Well folks, another year has come and gone and we all know what that means;
TIME TO START GETTING READY TO FILE YOUR TAXES!!!!!
Here are 10 important points to keep in mind for the 2019 tax season:
It’s that time of the year again. You know, that time of year that scares many people... the dreaded YEAR-END! Any ideas on what you, as a business owner, should do in order to get ready for taxes? Don’t worry we have you covered, as always.
We’re not here to bore you, so let’s not waste time and get to it!
Here are some simple things you can do to get everything in order for your year-end for your bookkeeper/accountant:
• Organize your files, records and receipts to get ready for tax season. This would include counting your ending inventory, putting all your receipts for the year into separate month end based categories. A good rule of thumb for category base is to follow along with the T2125 (Business Activities form). We will attach a link below.
• Verify all bank reconciliations have been completed and any discrepancies that may have occurred have now been cleared up or at least flagged for your bookkeeper or accountant to review.
One of the many decisions early entrepreneurs in Canada will face is when to register for a GST/HST number. As a business owner, you should want to know if you have to register for GST/HST and, if so, at what point does it become mandatory.
The short answer is eventually you will probably have to, unless you provide only exempt supplies, then you will not have to register.
GST/HST registration becomes mandatory when both of the following arise:
1) You make taxable sales or other supplies in Canada
2) You are not a small supplier ( if you do not exceed 30,000.00 in sales in four consecutive calendar quarters then you are considered a small supplier)
However, you can register for GST/HST voluntarily as long as you make taxable sales or other supplies in Canada. If you choose to register earlier than needed, your effective date of registration becomes the date of your request to open your GST account. The first filing open date generally can be backdated up to 30 days prior your request...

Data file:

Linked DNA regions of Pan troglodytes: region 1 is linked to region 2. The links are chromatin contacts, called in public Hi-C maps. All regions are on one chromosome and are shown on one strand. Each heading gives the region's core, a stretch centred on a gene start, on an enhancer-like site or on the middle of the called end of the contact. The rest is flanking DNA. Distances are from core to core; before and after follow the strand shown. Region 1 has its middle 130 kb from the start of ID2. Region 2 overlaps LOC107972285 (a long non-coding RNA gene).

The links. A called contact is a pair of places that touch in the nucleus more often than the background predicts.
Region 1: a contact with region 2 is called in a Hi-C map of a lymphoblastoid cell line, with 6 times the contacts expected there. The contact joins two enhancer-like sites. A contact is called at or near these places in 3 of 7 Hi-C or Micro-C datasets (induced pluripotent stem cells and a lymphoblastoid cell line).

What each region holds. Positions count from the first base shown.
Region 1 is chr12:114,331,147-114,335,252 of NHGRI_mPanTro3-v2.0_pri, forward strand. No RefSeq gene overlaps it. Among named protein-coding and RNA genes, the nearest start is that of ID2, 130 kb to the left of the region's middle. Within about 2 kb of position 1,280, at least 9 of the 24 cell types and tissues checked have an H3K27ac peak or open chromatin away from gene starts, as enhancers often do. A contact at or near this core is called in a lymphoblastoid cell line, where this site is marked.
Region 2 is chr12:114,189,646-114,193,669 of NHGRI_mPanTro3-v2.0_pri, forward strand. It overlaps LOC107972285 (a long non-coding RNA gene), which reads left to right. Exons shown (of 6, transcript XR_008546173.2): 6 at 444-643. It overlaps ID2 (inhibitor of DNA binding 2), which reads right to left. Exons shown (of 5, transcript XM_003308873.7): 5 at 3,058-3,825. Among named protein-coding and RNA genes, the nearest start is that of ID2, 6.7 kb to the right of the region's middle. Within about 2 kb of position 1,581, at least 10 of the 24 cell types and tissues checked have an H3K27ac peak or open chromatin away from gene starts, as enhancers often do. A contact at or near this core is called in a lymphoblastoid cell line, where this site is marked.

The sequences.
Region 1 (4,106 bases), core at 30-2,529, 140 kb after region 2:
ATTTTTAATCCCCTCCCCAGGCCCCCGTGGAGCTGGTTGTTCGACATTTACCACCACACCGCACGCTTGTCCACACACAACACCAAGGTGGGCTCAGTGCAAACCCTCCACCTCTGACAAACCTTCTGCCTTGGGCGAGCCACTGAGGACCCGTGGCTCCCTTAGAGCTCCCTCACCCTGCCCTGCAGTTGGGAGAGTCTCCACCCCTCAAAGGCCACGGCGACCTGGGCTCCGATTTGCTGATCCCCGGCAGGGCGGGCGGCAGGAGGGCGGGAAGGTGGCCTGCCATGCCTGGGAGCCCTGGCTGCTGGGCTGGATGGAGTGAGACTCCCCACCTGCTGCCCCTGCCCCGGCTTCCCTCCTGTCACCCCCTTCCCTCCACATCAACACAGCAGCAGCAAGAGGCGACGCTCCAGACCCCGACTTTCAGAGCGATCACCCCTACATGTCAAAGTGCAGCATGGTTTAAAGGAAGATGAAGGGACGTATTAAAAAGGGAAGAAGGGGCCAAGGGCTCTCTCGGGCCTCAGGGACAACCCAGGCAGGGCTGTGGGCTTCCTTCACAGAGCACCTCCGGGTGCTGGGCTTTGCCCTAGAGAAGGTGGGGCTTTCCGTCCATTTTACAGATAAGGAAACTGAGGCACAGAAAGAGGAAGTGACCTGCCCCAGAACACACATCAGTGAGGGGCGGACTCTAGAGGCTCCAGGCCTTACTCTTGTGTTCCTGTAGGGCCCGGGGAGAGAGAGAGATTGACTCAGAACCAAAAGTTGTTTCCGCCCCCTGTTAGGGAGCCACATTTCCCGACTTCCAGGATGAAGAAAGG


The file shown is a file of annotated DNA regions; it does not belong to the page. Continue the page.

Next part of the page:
So, this is a topic that almost always comes up during an initial consultation with a newly founded business; aside from our incorporated peeps out there! There are definite pros and cons to both sides of the coin.
You can run a sole proprietorship, or in some cases a partnership, with a personal bank account or elect to open a small business account. A business account will require you to have an active business number. Business numbers are most commonly secured when you register your business name with Registry of Joint Stocks (at least, that’s the way we do it in NS!).
People, AKA our kicka$$ entrepreneurs out there, have honed in on the fact that when you add business in front of ANYTHING, the price increases and banking fees are no exception. Banks today are in fact businesses and run as such, charging fees and interest for their services provided. Simply looking at pricing, no matter which Canadian bank you choose, a personal account will almost always be cheaper than a...
So… my kids have always heard me talk about money. While grocery shopping, I can usually be found talking out loud about prices & quantities to the girls. If we are out for the day, and I am asked to buy just one more treat, we start conversing over what I have already spent so far. If they get pushy with their endless ‘wants’, we’re having a conversation over how I work hard for my money. Therefore, I get to choose what I spend it on, which may not always add up to what they want. Bottom line is we’re talking about money in a relaxed way, sliding it into our daily routine without the little monsters even knowing!
I think it is so important to teach our kids about money from the get go. What use to be a taboo conversation in households, is now necessary in today’s society. With the world changing, for better or worse depending on your perspective, we need to arm our children with all the tools they need to succeed. Money, personal finances,...
Some people may wonder why should you pay your tax instalments and what’s the big deal if you don’t? The answer is simple; if you owe more than $3000 a year in income tax, instalments are mandated. As with anything else the CRA does, failure to do so equates to penalties and interest of course. We don’t know about you, but we think the CRA already gets enough of our hard earned dollars without us adding on the extras!
Let’s get serious though…
If the income you make doesn’t have income tax withheld at source, or if you have not paid enough tax based on your income, this is where the mandated tax instalment may come into play. This would happen, for example, in any of the following situations: